What are we willing to give up for a better future?

The state-owned German railway DB says goodbye to the “Vogelfluglinie”, a transport corridor between Copenhagen, Denmark, and Hamburg, Germany. / photo: Johannes Eber

There is an economic view of the world that explains our good life today with simple decisions made by people in the past. 

According to that view, we always have two options for spending what we have: we can consume it, or we can invest it. 

With our money, we can go on vacation or pay for further education. We can regularly have dinner in restaurants or save the money to move into our own home in the distant future. Or, as a country, we can give money to people for a short-term stimulus, or we can put the money into our education system.

Choosing between consumption and investment is choosing between living well now and living better in the future.

Therefore, without the decision of people and states in former times to take part of the then existing wealth for investment, there would be no wealth today. Future prosperity requires sacrifice today.

I had to think about the trade-off between present and future benefits when I took the train to the German Baltic Sea island of Fehmarn last weekend. It was the last time one could do so for at least six years.

From tomorrow on (31 August 2022), train services on the island will be suspended until at least 2028. The reason: A high-speed rail line is being built between Copenhagen and Hamburg as part of the so-called Trans-European Transport Network (TEN-T), a planned network of roads, railways, airports and water infrastructure in the European Union.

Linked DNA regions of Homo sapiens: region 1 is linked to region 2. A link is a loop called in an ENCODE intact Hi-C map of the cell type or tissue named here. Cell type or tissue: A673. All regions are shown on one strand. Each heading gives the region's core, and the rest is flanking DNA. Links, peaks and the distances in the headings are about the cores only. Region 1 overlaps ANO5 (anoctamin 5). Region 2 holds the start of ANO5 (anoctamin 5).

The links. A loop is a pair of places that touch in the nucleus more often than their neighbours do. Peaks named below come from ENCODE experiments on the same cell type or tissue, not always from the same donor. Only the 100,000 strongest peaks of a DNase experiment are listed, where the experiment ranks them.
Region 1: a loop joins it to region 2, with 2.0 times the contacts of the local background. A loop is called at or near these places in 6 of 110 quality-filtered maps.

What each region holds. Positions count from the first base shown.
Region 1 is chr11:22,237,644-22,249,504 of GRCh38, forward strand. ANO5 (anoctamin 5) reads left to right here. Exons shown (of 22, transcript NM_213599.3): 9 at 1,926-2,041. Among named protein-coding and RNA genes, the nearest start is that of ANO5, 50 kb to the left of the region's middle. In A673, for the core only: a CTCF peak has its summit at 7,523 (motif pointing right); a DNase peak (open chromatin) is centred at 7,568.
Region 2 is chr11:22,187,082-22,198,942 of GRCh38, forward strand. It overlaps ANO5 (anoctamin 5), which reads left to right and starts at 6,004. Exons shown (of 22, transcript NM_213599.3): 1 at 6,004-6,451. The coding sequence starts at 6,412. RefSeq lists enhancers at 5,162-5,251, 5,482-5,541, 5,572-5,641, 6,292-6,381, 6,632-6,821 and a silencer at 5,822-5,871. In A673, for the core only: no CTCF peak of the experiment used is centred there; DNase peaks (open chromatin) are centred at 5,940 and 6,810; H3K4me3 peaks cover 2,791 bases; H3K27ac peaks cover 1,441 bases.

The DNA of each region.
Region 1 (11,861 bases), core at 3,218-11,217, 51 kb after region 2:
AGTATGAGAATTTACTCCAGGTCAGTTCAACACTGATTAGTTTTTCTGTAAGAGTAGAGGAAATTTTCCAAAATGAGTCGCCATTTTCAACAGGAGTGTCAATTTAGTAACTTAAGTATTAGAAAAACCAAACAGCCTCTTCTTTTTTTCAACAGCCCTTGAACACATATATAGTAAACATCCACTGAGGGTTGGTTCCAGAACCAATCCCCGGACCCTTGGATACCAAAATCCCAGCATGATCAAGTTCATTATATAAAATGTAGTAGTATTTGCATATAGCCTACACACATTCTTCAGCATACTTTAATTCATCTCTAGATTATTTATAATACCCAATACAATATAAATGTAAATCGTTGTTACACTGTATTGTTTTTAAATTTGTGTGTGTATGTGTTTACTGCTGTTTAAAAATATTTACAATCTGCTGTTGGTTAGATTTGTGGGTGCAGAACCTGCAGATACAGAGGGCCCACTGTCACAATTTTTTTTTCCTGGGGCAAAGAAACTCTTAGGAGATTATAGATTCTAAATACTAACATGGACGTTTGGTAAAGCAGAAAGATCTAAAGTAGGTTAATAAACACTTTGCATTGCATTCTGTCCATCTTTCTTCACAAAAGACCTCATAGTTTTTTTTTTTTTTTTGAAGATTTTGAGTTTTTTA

Closing the railway is tough for the people of Fehmarn; they have to pay the most investment burden in terms of no train service for a long time. On the other hand, the investment will be a big step toward a better connection between Central Europe and Scandinavia. 

The heart of the new railway line will be the Fehmarn Belt tunnel, which will connect the Danish island of Lolland with Fehmarn, crossing the 18-kilometre-wide (11 miles) Fehmarn Belt in the Baltic Sea. It will shorten the travel time between the two islands from 45 minutes by ferry (excluding waiting and boarding time) to 10 minutes by car and 7 minutes by train, and it will become the world’s longest road and rail tunnel. 

The last train rides on Fehmarn this weekend made me aware that our life constantly requires decisions between present and future consumption. What do we give up today to have a better life tomorrow? Fortunately, many people and states have chosen in the past to invest, they have decided to forgo a better life in the present back then. ­Their wise decisions made me able to travel by train from Berlin to Fehmarn last weekend. And that’s why, in a few years, people will be able to travel through Europe with even shorter travel times.






Leave a Reply

Fill in your details below or click an icon to log in:

WordPress.com Logo

You are commenting using your WordPress.com account. Log Out /  Change )

Twitter picture

You are commenting using your Twitter account. Log Out /  Change )

Facebook photo

You are commenting using your Facebook account. Log Out /  Change )

Connecting to %s

This site uses Akismet to reduce spam. Learn how your comment data is processed.